Pinnable image for Gingerbread Latte Syrup Recipe

They say it’s the simple things that bring us the most joy, and one of those things for me is the one cup of coffee I have every morning.  I love adding flavors to my coffee, but don’t feel good about buying flavored beans (what’s it flavored with???) or super sugary flavored creamers.  It’s incredibly simple to make your own flavored syrups so you can control not only the ingredients but how much and what kind of sweetener you use.  My Homemade Gingerbread Syrup is super-simple to make and is delicious not only in coffee, but in teas (think gingerbread tea latte) or drizzled over hot cereal.

And if you’re also a Pumpkin Spice lover, I’ve got you covered there, too!

Here’s What You Need to Make Homemade Gingerbread Syrup

  • 1 cup water
  • 1 cup sugar OR equivalent other sweetener of your choice
  • 2-3 Tbsp minced fresh ginger OR ¼ cup diced crystalized ginger
  • 3 cinnamon sticks
  • 2 tsp. whole allspice berries
  • 1 tsp. whole cloves
  • ¾ tsp. whole black peppercorns
  • ½ tsp. ground nutmeg
  • 5 whole cardamom pods OR ½ tsp. ground cardamom
  • 1-3 Tbsp. molasses, to taste
  • Additional whole slices crystalized ginger, optional

 

Ingredient Notes:

  1. You can certainly use ground spices instead of whole.  I always use whole spices, so I’m not sure of the equivalent amounts if you use ground.  But a little tinkering is half the fun of cooking!  Also, if you use ground spices, you’ll need to strain your finished syrup thru cheesecloth or a coffee filter (unless you’re into spice sludge in the bottom of your cup).
  2. However, if you use ground cinnamon instead of the whole sticks, do not add the ground cinnamon until the end!  For some reason adding ground cinnamon to the syrup before you bring it to a boil creates a weird, gelatinous sludge.  To avoid this, add the cinnamon after the syrup has cooled to lukewarm.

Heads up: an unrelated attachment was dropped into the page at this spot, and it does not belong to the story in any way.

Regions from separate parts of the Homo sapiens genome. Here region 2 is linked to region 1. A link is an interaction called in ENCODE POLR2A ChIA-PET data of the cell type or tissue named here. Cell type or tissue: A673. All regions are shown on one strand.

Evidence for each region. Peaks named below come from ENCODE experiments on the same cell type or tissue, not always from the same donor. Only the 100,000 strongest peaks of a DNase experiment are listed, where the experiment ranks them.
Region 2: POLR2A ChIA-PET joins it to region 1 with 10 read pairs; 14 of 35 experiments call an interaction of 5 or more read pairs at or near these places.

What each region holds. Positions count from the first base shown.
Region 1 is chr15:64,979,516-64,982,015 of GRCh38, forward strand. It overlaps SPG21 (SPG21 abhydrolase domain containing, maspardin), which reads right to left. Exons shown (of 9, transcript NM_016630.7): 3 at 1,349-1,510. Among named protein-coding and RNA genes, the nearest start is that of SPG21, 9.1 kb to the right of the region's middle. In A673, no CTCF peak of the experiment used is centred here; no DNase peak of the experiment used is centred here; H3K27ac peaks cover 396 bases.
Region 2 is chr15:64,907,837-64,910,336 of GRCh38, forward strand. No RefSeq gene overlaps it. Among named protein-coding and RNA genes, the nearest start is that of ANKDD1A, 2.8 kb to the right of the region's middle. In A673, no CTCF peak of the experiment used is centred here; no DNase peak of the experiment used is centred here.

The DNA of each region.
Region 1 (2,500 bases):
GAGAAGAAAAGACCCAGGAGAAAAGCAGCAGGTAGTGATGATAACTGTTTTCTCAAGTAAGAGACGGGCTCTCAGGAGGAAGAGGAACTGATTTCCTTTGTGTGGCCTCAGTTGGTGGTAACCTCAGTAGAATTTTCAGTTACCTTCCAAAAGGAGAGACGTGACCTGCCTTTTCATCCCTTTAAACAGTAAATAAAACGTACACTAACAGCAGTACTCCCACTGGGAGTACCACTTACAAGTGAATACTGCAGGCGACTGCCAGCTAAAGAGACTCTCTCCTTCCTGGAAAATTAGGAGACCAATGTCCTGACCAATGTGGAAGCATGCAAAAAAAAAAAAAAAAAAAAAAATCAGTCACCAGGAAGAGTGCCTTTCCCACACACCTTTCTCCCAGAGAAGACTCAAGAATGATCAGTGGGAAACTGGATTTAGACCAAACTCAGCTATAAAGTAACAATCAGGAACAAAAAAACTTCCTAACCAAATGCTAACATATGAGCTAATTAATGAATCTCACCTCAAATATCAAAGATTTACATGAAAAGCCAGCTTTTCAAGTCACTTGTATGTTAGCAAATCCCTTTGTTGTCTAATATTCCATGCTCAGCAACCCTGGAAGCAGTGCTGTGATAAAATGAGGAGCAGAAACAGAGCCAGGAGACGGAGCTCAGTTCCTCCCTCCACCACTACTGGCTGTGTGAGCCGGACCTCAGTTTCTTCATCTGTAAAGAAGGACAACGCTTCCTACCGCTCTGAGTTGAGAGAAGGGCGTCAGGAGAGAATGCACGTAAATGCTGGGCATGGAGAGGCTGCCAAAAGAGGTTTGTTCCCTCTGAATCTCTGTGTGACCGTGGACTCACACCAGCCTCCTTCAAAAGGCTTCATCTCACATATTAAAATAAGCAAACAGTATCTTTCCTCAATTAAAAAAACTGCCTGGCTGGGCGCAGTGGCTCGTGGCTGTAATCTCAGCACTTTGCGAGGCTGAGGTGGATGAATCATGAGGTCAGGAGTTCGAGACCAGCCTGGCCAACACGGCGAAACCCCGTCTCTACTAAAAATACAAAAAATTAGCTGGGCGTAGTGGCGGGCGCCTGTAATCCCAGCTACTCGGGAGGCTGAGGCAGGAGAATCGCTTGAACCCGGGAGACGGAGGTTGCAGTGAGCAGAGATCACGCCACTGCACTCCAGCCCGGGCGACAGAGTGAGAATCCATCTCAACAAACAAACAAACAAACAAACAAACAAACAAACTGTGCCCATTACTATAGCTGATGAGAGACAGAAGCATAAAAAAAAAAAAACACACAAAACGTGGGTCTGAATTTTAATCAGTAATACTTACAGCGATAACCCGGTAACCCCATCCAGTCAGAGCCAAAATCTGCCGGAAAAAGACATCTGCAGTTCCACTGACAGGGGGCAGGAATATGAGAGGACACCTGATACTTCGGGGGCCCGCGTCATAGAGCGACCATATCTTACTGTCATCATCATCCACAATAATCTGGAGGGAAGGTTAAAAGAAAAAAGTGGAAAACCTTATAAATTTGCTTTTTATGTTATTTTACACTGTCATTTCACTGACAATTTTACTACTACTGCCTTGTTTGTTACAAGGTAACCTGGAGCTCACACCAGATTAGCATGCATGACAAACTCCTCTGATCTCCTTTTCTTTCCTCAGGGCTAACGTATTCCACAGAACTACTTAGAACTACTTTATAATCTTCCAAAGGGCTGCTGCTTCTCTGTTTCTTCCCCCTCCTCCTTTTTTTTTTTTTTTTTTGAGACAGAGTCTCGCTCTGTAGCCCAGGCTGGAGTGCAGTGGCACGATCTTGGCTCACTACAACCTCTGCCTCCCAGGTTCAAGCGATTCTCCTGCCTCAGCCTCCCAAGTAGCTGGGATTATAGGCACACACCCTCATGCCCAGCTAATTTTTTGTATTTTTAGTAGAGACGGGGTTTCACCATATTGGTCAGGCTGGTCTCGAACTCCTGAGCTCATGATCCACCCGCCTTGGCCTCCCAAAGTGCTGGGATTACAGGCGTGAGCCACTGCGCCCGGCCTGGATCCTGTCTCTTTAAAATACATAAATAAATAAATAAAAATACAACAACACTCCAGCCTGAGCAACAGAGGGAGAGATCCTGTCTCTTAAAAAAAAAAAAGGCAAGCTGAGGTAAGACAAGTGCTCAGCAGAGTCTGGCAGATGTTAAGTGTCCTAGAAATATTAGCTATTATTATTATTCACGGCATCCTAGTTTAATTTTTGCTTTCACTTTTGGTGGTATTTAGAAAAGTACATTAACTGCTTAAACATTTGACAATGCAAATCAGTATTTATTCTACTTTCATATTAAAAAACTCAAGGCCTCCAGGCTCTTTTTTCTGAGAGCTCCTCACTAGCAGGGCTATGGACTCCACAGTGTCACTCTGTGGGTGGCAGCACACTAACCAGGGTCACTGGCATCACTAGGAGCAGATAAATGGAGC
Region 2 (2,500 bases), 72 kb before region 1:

3. I use organic cane sugar when I make this, so the instructions will reflect that.  If you like to use stevia or another low-glycemic sweetener simply sub that in as appropriate.
  4. Don’t have all the spices called for?  Just use what you have and like!

 

Here’s What to Do to Make Homemade Gingerbread Syrup:

 

Grind spices coarsely for Gingerbread Syrup

Prep the Ingredients

Chop up whichever form of ginger you are using.  Then coarsely grind the spices in a mortar and pestle or old coffee grinder.  You don’t want dust, simply a coarse mixture like above.

Side note:  I love my Imusa Granite Mortar and Pestle (Molcajete).  It works great, and you can find it inexpensively at Target, Walmart or Bed Bath & Beyond.

 

Spices simmering for Gingerbread Syrup

Simmer the Syrup

Combine the sugar, water, ginger and spice mixture in a small saucepan.  (The molasses will be added later)  Bring mixture just to a gentle boil, turn heat to low and barely simmer 10 minutes.  Don’t boil the mixture, you’re looking for just a hint of a simmer so you don’t scorch the spices.

After the simmer time, turn the heat off, cover the pan and let the mixture cool and steep for 2 hours.

 

Before straining the syrup into your jar, place several slices of candied ginger in the bottom of the jar

Strain and Add Final Touches

For my flavored syrups I like to repurpose an old vinegar bottle that has a small spout topper, but any bottle with a small opening at the top will do.  A jar with a small opening keeps things neat and controlled when using the syrup!